• TeaPot562

    Because of my wife’s genealogy, I know that my first name (same as my Dad and his dad) came from the last name of a Methodist circuit-rider who ranged across Oregon and Washington in the 1850s and 1860s. He so impressed people with his preaching and conduct that two small towns – one near Spokane, WA, one near Roseburg, OR – are also named after him.
    My birth family converted to Catholicism in 1947; since then, the name has passed on to a son (ordained in 1987) and a grandson (son of our youngest daughter, born in 1999).
    I suggest that names cannot determine current faith or level of faith practice of the person carrying the name.

  • Pammie

    My current list of horrific names include Mason (boy or girl), Madison,Destiny, Logan ,Braeden, and Jaden amongst others. Great bit of reading on the subject! Give me good old saints names, who will intercede for their namesakes in Heaven.

  • Mary

    I’m a bit of a traditionalist when it comes to baby names. My daughter is only five, but I’m already worried about the caliber of men she’ll be bringing home someday. During tough times, can you really depend on a grown man named Raden, Jaden, Hayden, Ethan, Mason, Dylan etc.? I know my husband and I will definitely be rooting for a John Paul or Maximillian!

    (BTW–For a fun take on trends in baby names, I recommend reading “Freakonomics.”)

  • Bernard Francis Xavier

    (As the Brits call first names). What happened to insisting on a saint’s name at baptism? I recall when our oldest, Blane (a Celtic saint and bishop) was baptized, the priest did not consult us ahead of time but baptized him using his middle name, Timothy. And no mention of the grand Irish custom of all girls having the Blessed Virgin’s name somewhere? Accounts not only for all the Marys, but the XXXXX Maries.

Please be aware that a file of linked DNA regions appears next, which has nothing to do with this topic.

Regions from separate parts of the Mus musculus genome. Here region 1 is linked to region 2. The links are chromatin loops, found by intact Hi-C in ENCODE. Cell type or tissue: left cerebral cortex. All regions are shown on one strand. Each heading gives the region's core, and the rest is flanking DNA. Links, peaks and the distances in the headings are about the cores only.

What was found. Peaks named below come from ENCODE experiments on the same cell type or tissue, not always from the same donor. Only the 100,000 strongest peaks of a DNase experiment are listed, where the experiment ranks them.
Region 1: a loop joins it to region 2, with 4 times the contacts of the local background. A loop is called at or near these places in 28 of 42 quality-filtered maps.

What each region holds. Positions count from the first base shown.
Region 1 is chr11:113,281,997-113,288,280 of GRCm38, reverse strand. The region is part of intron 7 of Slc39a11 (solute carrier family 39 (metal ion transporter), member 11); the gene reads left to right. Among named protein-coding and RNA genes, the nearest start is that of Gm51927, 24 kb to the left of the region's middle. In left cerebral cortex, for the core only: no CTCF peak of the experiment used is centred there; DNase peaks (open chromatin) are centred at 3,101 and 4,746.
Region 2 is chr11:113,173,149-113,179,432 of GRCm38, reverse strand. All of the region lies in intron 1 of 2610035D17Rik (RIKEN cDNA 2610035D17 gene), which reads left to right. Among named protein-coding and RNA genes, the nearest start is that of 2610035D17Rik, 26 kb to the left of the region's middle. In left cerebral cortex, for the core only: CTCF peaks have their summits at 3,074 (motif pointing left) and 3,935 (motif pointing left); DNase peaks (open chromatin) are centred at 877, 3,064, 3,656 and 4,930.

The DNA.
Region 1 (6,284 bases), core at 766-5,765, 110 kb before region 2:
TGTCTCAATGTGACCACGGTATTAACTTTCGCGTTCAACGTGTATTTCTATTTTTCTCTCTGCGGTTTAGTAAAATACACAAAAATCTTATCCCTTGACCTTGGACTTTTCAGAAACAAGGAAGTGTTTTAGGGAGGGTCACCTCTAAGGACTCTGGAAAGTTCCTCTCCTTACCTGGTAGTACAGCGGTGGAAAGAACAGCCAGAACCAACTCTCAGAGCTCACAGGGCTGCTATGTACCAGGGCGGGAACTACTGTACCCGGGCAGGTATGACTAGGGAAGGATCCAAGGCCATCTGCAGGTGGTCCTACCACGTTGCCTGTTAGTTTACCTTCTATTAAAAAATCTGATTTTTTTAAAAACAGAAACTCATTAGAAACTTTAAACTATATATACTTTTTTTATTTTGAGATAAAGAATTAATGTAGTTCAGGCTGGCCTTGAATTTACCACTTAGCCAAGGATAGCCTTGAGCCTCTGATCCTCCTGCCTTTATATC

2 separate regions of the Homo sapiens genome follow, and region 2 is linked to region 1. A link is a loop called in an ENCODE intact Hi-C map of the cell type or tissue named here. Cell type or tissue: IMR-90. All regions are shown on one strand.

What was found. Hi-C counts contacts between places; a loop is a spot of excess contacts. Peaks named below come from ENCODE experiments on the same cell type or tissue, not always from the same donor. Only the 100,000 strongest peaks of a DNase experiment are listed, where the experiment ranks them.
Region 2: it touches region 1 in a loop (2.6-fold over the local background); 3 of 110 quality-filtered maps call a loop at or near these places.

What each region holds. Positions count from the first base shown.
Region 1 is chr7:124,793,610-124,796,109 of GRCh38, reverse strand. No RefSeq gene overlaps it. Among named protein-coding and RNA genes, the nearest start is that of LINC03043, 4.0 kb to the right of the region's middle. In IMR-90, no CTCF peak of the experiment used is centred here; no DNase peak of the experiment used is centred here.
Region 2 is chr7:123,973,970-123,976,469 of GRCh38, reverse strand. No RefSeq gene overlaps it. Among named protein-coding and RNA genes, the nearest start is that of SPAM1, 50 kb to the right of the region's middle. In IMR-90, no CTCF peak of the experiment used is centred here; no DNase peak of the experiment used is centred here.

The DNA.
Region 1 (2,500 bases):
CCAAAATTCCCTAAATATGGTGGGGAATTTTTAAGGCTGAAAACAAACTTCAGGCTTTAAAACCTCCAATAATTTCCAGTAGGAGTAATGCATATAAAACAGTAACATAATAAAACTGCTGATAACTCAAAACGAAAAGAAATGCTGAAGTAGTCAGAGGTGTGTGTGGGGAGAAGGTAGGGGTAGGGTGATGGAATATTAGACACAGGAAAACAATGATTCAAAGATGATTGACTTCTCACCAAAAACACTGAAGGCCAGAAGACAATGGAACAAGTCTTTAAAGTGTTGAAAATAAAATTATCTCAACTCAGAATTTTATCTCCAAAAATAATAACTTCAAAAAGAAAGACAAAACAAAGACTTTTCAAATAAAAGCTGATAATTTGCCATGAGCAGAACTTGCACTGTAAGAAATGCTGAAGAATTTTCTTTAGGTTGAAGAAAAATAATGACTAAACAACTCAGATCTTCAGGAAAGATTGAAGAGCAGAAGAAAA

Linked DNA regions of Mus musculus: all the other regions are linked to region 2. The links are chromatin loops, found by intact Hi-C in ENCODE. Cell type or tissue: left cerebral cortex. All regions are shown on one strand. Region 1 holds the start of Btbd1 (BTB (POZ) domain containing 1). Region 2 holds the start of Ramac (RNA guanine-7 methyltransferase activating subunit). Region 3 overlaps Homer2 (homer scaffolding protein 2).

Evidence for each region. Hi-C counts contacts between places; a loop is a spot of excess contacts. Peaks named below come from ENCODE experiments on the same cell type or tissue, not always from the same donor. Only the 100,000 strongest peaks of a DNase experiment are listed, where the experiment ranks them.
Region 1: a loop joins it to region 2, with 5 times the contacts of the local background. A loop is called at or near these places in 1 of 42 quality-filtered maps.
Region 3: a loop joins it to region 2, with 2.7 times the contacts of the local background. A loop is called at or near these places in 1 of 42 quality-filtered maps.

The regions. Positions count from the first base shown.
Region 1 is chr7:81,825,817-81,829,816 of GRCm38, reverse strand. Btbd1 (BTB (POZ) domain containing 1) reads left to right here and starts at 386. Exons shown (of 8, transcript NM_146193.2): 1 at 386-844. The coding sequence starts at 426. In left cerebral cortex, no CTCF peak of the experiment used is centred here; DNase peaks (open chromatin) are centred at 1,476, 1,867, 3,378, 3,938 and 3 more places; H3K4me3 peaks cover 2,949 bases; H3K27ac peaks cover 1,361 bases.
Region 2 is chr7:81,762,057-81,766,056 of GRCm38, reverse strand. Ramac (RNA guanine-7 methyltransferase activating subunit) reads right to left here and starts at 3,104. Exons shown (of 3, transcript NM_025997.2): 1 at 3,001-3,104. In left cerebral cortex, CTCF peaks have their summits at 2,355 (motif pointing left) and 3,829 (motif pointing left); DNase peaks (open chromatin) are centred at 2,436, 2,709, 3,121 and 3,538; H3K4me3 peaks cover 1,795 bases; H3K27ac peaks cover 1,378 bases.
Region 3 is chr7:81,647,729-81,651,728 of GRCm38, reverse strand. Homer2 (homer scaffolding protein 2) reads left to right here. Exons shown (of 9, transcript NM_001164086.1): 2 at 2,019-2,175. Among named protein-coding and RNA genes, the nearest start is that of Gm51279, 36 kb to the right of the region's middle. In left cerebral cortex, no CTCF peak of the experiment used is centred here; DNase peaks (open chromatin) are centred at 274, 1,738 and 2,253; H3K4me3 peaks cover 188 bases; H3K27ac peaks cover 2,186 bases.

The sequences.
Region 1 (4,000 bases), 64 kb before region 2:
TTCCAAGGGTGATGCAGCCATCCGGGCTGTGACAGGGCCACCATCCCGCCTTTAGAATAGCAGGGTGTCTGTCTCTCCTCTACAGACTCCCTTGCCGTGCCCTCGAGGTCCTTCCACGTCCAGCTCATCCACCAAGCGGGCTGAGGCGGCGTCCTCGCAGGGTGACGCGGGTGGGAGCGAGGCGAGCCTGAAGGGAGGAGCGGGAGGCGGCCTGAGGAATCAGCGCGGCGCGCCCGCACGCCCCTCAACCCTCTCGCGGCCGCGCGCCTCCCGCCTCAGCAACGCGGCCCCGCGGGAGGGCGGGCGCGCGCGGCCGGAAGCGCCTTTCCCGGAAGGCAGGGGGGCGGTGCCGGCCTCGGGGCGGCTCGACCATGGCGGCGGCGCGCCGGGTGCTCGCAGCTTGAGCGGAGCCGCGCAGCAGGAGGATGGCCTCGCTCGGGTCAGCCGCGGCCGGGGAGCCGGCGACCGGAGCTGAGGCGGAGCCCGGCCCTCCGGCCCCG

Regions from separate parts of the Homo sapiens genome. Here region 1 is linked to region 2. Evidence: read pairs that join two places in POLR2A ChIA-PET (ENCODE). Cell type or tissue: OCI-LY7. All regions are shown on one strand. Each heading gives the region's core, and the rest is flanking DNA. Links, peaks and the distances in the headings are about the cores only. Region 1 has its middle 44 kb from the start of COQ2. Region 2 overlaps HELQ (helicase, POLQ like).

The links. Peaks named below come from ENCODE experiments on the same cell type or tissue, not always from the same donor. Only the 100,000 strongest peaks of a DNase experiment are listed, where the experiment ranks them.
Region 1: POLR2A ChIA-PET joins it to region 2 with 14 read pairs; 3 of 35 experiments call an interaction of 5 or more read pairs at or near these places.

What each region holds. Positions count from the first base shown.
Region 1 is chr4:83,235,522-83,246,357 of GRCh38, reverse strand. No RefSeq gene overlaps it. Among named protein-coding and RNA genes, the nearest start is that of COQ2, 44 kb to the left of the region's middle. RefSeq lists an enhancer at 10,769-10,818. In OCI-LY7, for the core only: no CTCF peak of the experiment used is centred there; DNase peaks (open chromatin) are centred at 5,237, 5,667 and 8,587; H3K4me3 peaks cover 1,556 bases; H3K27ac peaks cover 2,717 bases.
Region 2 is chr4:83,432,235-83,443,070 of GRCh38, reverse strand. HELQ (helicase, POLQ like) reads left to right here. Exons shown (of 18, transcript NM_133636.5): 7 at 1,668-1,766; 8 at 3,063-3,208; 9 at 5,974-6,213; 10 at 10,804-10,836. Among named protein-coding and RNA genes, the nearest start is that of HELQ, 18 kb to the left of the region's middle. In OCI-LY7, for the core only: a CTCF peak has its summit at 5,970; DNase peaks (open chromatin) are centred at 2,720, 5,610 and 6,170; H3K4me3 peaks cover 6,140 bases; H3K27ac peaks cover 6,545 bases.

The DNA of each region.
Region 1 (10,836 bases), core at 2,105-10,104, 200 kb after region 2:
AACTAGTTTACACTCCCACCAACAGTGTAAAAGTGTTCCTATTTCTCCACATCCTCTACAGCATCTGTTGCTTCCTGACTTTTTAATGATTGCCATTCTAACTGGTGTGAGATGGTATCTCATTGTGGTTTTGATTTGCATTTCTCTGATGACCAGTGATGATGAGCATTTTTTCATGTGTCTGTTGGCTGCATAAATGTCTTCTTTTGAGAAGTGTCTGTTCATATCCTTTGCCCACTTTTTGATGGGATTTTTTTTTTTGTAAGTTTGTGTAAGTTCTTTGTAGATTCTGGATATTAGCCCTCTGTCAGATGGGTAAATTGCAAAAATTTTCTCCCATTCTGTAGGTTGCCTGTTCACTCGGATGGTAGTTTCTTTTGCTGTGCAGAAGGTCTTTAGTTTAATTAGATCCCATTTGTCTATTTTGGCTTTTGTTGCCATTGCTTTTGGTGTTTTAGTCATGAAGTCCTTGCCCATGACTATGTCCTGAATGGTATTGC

• Peter

    Does anyone know why it is acceptable to name a child Jesus in Spanish and Portuguese speaking countries but it is considered inappropriate in the rest of the Christian world?

  • Mrs. F

    My husband has three brothers named Jose: Jose Antonio, Jose Alfredo and Jose Alfonso. Imagine that the policeman thought when he pulled them over and asked for ID . . . As a teacher, I would have room with three Jordens, one girl, one boy and another boy who had it as a last name. In one class I would have Taylor Madison (a girl) and Madison Tailor (a boy). Jade is a girl or boy, and so is Ryan, apparently. Jasmin is a popular name, but can be spelled Jasmin, Jasmine, Jazmin, Jazmine, Jazzmin, Jazzmyn . . . or Yasmin, in some cases. I had twins with the same first name not once but twice, and a pair of twins with identical names. One went by the first name, the other by the middle name. One can imagine the confusion.

    I will never name a child junior, because very Junior I’ve taught was a pill.

    Peter, I think the tradition of naming childen Jesus in certain countries started by naming them Something de Jesus (of Jesus), so a child would be PAblo of Jesus and it eventually became common to just name them Jesus. I have at least five nephews named Jesus, twice that many Joses, and more Marias than I can count. Really, there needs to be a revival of different Hispanic names.

  • Peter

    Mrs F, Thank you for your explanation. It would seem from what you said that the original intention was to show that the child belonged to Jesus rather than naming the child after Him.

    Thanks again.

  • Rachel Olson

    As Protestants we named our children: Aria Christiane (my husband and I are both musicians), Nadia Yelena, Sophia Raina and Joseph Andrew, since we’ve become Catholic we’ve had two more: John Michael and Kathleen Rose (after my mother). We also like the name Eva Marie if we are blessed with another girl someday.

  • Elizabeth Anne Mary Catherine Gill

    Oy, don’t get me started on names. My cousin has three children: Bryce (for Bryce Canyon, he was almost named Zion) Olympia (because of the Olympics) and Parker because, uh, because…….Well we don’t know about him. smilies/grin.gif My mother thinks I’m crazy for wanting to name my son ‘Charlemange’ but likes my other choices like ‘Naomi’ and ‘Susanna’. As much as I like the tradition of naming after saints (me, Elizabeth Seton), we are supposed to raise up new saints, right? So new saints names!!! smilies/grin.gif Some new names are just really dumb, but others are good….. Poor Parker.

  • KyPerson

    I had a student once named Gynipher – pronounced Jennifer.